THE good news is that men’s Scottish club rugby is back, with the competitive season kicking off last weekend when the top-flight Premiership played its first round of matches, while the National Shield and three out of four Regional Bowls also got going.
The bad news is that more grassroots clubs than ever before appear to be struggling to raise a team even at this early stage in the 2022-23 campaign.
Of the 21 Shield games scheduled to be played last Saturday, nine did not go ahead (six were called off because the away team had insufficient numbers, one because the home team couldn’t raise a side, one cancellation seems to be due to Covid, and Inverleith pulled out of the competition a couple of weeks ago).
Meanwhile, in the Midlands Bowl, all three matches were called off (two by the away team and one by the home team), in the North Bowl two out of five games didn’t go ahead (due to teams withdrawing from the competition in advance), and in the West Bowl one out of three scheduled games did not go ahead (due to Lomond & Helensburgh failing to raise a side to travel to Lochaber).
In fairness, these knock-out competitions have increasingly come to be seen as incidental to the meat and drink of the league season in recent years. However, given that this was the last weekend before the start of the season proper, it is deeply concerning that so many games [46 percent of Bowl and Shield matches] were not even used as final warm-up outings.
The real measure of how desperate the situation has become will be this weekend, with the three National Leagues (below the Premiership) and the Regional Leagues all getting under way. The early omens are not particularly encouraging with 10 matches having already fallen by the wayside by the time this article was published at 7pm on Friday.
In Caledonia One, Blairgowrie haven’t been able to raise a team to visit Aberdeen Wanderers. In Midlands Three, Montrose/Arbroath and Stobswell have had to call of their home games against Perthshire 2nd XV and Montrose, respectively.
In East One, Ross High had insufficient numbers to host Linlithgow. In East Two the Hawick Linden versus Penicuik game is off because there is no referee available (a different but equally worrying problem).
In West Two, Irvine have had to call off their trip to Strathendrick, while Shawlands and Lanark have had to cancel their trips to Bishopton and Birkmyre in West Three.
And in the West Reserve Leagues One Ayr/Millbrae have had to forfeit their match at Dumfries while GHA Lions couldn’t raise a team to host Greenock.
There are, of course, good news stories out there, of clubs who have bucked the general trend by growing their players base and raising standards – twin goals which tend to go hand in hand. But the general sense is of a rapidly escalating malaise and the long-term consequences will be critical for Scottish rugby.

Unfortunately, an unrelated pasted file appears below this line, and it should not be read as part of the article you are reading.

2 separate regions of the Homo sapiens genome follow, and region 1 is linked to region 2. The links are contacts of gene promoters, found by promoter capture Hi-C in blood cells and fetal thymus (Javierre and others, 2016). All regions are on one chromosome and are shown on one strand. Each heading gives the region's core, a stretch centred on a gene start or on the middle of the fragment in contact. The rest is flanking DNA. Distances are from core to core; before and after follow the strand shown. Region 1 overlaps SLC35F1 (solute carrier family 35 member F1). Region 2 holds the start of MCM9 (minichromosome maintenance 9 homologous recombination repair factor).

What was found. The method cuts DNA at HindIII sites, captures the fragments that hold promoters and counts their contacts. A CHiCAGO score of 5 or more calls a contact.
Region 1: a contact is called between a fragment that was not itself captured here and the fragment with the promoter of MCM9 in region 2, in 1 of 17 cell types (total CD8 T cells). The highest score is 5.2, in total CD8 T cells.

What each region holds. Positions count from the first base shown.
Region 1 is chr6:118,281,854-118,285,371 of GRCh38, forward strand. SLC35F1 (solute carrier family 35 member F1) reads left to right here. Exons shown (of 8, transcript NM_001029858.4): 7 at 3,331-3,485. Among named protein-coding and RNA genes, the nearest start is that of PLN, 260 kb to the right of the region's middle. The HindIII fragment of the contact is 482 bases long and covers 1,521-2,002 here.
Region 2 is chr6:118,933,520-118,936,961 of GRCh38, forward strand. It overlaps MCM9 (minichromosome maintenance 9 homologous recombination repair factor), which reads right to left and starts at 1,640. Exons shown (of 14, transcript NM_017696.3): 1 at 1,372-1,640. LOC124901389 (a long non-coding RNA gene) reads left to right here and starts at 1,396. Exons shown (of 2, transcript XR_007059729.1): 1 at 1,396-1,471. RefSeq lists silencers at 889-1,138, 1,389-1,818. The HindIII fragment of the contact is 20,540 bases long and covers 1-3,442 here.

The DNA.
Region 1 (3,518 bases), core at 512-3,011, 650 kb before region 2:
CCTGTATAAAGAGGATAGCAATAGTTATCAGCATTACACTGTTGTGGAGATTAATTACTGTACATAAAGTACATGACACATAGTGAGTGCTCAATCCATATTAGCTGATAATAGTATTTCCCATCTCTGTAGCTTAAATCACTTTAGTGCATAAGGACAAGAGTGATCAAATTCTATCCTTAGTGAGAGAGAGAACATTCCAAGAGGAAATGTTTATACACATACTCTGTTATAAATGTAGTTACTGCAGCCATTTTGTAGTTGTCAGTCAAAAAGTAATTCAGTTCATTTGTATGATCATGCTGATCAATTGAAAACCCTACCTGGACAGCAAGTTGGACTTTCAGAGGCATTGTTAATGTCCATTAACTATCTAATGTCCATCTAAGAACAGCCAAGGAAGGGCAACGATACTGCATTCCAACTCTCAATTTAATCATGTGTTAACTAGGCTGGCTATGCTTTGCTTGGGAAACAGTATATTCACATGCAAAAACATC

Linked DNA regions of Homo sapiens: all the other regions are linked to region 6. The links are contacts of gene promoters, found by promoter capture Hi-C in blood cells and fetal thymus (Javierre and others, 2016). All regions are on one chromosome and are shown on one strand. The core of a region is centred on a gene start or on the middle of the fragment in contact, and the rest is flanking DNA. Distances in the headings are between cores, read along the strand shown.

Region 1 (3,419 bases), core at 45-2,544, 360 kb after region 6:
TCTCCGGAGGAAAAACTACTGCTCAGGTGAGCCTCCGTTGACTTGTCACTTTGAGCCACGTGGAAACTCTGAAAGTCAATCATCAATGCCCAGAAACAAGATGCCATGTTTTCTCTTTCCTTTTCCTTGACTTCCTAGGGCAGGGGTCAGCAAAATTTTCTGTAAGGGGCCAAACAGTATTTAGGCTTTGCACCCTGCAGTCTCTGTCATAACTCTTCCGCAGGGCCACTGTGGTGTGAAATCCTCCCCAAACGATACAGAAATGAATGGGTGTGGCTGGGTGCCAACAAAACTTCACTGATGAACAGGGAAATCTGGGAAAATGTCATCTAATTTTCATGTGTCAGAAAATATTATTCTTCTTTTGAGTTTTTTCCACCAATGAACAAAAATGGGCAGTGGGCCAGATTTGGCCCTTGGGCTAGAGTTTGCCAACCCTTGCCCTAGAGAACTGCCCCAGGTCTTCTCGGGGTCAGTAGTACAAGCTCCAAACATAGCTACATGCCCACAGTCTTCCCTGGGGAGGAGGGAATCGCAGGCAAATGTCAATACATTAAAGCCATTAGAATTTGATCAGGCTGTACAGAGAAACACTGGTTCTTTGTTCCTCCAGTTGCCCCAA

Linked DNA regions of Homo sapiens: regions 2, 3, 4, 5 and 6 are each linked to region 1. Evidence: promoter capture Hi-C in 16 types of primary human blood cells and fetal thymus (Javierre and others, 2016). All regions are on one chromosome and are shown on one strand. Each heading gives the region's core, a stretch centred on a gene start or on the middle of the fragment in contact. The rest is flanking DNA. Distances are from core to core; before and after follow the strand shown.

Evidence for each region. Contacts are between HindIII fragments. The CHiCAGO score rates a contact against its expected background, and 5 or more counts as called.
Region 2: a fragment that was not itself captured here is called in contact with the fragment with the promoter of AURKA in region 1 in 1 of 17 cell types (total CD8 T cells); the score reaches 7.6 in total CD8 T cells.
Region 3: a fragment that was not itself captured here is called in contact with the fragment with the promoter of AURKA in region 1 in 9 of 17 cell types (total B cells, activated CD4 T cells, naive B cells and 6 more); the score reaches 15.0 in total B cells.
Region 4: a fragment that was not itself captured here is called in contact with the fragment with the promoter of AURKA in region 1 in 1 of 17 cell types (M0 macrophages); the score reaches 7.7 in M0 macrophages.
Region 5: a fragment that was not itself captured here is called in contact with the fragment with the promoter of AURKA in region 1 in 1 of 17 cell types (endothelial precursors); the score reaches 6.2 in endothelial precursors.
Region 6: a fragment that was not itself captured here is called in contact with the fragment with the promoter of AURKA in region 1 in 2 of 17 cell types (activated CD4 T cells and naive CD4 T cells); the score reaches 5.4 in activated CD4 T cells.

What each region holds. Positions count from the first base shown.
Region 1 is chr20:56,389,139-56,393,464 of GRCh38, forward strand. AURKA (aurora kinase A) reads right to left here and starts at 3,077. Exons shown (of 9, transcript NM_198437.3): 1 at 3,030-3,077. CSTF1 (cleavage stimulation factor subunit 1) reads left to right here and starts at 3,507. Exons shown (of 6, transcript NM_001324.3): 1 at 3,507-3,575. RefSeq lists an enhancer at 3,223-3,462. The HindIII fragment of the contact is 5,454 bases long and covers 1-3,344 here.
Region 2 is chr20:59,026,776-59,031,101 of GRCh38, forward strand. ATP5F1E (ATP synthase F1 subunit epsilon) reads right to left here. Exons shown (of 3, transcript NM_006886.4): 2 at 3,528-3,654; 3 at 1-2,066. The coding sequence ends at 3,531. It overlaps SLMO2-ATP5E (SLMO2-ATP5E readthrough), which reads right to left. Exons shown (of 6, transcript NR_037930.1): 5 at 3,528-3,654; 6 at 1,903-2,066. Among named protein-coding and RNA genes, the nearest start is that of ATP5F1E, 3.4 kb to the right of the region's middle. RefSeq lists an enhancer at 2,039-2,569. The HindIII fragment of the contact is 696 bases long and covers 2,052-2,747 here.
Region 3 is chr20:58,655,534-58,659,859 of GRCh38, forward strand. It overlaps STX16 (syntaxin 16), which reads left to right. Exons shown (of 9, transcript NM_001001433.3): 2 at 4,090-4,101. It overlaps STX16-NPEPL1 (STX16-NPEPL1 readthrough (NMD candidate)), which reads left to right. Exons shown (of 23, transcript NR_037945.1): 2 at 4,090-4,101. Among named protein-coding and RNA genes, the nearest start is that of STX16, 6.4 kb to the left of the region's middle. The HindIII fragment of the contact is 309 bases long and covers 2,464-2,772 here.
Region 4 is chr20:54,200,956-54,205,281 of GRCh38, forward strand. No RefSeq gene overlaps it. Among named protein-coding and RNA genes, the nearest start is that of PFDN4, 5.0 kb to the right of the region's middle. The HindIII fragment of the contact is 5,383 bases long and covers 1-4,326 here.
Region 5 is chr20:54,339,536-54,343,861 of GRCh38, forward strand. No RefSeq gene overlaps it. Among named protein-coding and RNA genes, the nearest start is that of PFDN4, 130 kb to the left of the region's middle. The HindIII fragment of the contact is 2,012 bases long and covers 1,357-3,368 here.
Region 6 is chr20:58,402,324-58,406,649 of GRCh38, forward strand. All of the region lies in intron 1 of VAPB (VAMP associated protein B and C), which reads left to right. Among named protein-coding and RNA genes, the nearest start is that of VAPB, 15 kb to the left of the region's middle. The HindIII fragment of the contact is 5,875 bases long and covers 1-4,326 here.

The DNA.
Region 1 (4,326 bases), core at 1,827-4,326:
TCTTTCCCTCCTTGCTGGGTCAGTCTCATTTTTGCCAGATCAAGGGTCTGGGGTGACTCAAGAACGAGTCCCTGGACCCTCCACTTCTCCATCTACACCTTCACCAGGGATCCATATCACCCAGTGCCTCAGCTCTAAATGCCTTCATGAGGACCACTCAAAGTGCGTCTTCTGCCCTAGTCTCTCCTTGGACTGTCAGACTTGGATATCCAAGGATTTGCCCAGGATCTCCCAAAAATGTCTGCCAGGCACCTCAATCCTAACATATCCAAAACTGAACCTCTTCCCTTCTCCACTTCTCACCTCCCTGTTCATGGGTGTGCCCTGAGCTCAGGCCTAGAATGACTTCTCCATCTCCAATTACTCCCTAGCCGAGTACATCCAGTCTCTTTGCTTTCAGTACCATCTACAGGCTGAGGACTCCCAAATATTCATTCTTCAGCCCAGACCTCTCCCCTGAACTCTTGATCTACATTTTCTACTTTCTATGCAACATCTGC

Today’s players are tomorrow’s coaches, referees and administrators. There are undoubtedly some excellent mini and youth team coaches out there who had never picked up a rugby ball before their child expressed an interest, but that is a harder path and nobody can seriously argue against some previous hands-on experience being a big help. Furthermore, without a functioning senior team, where is the impetus and wherewithal to develop a thriving junior section at a club?
Every grassroots side which falls by the wayside increases Scottish rugby’s reliance on private schools and the development programmes of other countries. As a small nation with limited spending power, this is not a sustainable business model.
In the Scottish Rugby Union’s recent Annual Report, John Jeffrey, the Chairman of the Board, assured his readers that: “One of the biggest fears associated with the pandemic – namely that we would haemorrhage playing numbers across the board has proved unfounded.”
It was an astonishing statement, and deeply troubling because it suggests that there is a reluctance to recognise let alone tackle this fundamental issue amongst the current Murrayfield hierarchy.
The words of one experienced club administrator earlier this week more accurately reflects reality. “League opening day is usually one of joy and anticipation for the season ahead, but it looks like some fear and trepidation has crept in,” he said.
Meanwhile, the Scottish Rugby Development department have pointed out that eight games were called off due to insufficient numbers this time last year with another 11 postponed due to Covid, so they reason that this year has not seen a major escalation of cancellations. They stress that they are monitoring the situation and are committed to providing practical support to clubs should it be required.
One game worth keeping an eye on this weekend is at Bangholm, where Trinity Accies and Hawick Harlequins – two sides back from the dead after dropping out of their respective leagues last season – meet in East League Three. These are clubs with proud histories are approaching the season in determined mood, knowing that it is going to be a big challenge week-on-week to gather enough players to make-up a team, and each reliant on some heroic stalwarts who refuse to throw in the towel, including the magnificent David Stroud of Trinity as he approaches his 50th birthday.
We wish both Trinity and Harlequins well, as we do all clubs as they start off on this great adventure into the unknown.
- Update: the Trinity versus Hawick Harlequins game has now been called off due to Harlequins being unable to field a side.